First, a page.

Stephanie L. Begg

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Pseudomonas aeruginosa is a ubiquitous environmental bacterium and a clinically significant opportunistic human pathogen. Central to the ability of P. aeruginosa to colonise both environmental and host niches is the acquisition of zinc. Here we show that P. aeruginosa PAO1 acquires zinc via an ATP-binding cassette (ABC) permease in which ZnuA is the high(More)
Cadmium is a transition metal ion that is highly toxic in biological systems. Although relatively rare in the Earth's crust, anthropogenic release of cadmium since industrialization has increased biogeochemical cycling and the abundance of the ion in the biosphere. Despite this, the molecular basis of its toxicity remains unclear. Here we combine(More)
Streptococcus pneumoniae is a leading cause of life-threatening bacterial infections, especially in young children in developing countries. Pneumococcal infections can be treated with β-lactam antibiotics, but rapid emergence of multidrug-resistant strains of S. pneumoniae over the past two decades has emphasized the need to identify novel drug targets.(More)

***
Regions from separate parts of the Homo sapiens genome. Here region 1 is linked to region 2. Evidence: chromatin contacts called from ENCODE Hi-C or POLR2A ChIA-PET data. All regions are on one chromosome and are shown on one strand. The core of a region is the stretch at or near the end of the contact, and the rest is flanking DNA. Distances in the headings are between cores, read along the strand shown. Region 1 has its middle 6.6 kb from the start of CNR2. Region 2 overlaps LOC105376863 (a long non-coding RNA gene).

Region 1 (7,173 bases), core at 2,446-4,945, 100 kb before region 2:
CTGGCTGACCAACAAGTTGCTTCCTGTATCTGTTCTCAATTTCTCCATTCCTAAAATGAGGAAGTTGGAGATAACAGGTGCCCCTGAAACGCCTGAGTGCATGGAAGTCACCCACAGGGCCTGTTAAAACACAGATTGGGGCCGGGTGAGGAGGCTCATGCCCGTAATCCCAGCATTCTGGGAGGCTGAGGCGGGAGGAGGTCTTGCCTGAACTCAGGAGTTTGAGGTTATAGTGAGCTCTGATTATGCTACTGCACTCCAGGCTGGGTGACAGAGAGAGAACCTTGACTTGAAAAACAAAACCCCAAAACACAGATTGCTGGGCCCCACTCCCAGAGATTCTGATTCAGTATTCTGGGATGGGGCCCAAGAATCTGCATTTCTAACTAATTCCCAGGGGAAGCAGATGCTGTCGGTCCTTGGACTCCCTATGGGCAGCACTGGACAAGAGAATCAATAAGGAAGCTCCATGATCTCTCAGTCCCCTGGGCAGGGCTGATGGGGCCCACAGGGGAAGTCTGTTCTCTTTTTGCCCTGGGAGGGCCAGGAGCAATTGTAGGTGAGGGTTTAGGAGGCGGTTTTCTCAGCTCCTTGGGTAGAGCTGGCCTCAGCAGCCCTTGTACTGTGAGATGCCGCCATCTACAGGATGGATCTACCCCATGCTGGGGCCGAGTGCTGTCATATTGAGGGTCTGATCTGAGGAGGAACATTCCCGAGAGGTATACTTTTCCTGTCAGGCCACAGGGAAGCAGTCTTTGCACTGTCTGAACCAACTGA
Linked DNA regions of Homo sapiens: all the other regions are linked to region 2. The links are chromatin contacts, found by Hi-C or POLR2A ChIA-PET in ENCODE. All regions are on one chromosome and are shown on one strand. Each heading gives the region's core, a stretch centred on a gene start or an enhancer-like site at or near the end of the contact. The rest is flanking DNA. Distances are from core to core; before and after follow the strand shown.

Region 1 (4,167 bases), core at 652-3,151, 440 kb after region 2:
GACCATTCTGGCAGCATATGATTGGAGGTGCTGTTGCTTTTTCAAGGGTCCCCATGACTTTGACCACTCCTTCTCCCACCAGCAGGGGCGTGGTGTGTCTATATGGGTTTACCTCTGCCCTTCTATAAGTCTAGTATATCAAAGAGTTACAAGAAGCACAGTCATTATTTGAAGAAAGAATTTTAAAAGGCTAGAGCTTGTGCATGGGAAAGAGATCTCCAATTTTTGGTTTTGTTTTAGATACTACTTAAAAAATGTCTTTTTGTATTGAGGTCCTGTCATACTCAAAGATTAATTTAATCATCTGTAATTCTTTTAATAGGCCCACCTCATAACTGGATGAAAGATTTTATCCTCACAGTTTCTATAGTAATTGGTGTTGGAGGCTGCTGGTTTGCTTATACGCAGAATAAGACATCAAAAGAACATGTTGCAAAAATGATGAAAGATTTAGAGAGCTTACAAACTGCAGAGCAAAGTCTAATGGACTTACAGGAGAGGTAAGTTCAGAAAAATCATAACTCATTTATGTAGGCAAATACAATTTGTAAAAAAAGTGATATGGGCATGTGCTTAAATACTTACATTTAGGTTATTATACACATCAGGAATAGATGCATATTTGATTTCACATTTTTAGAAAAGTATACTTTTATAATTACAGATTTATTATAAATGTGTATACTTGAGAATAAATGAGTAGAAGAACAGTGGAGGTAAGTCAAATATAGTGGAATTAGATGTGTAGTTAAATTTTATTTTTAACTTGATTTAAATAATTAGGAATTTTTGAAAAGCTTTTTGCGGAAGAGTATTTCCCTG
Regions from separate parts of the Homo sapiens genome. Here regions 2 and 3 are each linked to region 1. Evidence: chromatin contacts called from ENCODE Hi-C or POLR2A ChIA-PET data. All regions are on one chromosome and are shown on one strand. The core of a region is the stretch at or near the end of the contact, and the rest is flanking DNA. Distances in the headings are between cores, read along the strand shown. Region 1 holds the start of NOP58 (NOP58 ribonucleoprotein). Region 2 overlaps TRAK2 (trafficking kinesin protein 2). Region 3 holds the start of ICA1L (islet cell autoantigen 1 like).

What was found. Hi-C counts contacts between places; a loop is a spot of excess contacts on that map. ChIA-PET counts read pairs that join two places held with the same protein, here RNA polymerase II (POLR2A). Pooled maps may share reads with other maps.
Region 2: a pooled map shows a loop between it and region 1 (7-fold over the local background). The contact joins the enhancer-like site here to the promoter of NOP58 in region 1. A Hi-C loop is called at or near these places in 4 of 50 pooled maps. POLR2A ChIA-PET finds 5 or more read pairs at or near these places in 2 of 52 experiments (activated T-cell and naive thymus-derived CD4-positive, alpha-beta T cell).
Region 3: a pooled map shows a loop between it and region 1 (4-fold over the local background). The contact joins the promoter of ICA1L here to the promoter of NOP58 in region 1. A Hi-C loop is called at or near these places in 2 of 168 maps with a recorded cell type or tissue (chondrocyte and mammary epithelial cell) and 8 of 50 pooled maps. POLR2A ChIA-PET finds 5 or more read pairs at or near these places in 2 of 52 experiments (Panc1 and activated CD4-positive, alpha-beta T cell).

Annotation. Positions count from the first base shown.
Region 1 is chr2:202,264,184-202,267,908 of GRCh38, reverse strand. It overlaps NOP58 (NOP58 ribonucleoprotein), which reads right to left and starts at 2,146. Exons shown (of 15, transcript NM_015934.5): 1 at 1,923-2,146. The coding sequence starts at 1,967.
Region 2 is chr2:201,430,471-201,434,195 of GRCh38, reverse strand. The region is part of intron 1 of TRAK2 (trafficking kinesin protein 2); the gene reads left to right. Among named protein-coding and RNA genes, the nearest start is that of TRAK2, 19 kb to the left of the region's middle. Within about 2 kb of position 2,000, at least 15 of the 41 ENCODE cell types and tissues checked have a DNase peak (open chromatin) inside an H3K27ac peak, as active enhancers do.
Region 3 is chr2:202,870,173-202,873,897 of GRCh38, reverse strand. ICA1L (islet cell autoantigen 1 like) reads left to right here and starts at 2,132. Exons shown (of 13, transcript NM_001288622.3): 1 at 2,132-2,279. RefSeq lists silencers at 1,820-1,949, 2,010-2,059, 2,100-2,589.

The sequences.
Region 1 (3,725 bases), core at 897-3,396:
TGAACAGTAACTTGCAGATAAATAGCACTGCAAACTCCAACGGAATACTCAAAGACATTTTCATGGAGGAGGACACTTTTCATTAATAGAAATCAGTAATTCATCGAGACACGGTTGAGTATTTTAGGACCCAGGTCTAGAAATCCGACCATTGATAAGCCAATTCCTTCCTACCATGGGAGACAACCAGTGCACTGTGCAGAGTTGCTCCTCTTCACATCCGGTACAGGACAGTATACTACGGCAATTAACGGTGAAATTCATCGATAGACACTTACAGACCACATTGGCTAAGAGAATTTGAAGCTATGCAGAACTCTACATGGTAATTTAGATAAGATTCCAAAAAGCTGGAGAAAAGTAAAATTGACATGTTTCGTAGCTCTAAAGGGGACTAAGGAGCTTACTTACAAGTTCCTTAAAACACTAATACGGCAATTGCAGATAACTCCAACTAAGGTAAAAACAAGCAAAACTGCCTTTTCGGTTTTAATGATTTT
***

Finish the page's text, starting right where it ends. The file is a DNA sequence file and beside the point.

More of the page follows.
The relative stability of divalent first-row transition metal ion complexes, as defined by the Irving-Williams series, poses a fundamental chemical challenge for selectivity in bacterial metal ion acquisition. Here we show that although the substrate-binding protein of Streptococcus pneumoniae, PsaA, is finely attuned to bind its physiological substrate(More)
In microaerophilic or anaerobic environments, Pseudomonas aeruginosa utilizes nitrate reduction for energy production, a process dependent on the availability of the oxyanionic form of molybdenum, molybdate (MoO4 (2-)). Here, we show that molybdate acquisition in P. aeruginosa occurs via a high-affinity ATP-binding cassette permease (ModABC). ModA is a(More)
Prokaryotic metal-ion receptor proteins, or solute-binding proteins, facilitate the acquisition of metal ions from the extracellular environment. Pneumococcal surface antigen A (PsaA) is the primary Mn(2+)-recruiting protein of the human pathogen Streptococcus pneumoniae and is essential for its in vivo colonization and virulence. The recently reported(More)
The crisis of antimicrobial resistance (AMR) is one of the most serious issues facing us today. The scale of the problem is illustrated by the recent commitment of Heads of State at the UN to coordinate efforts to curb the spread of AMR infections. In this review, we explore the biochemistry behind the headlines of a few stories that were recently published(More)
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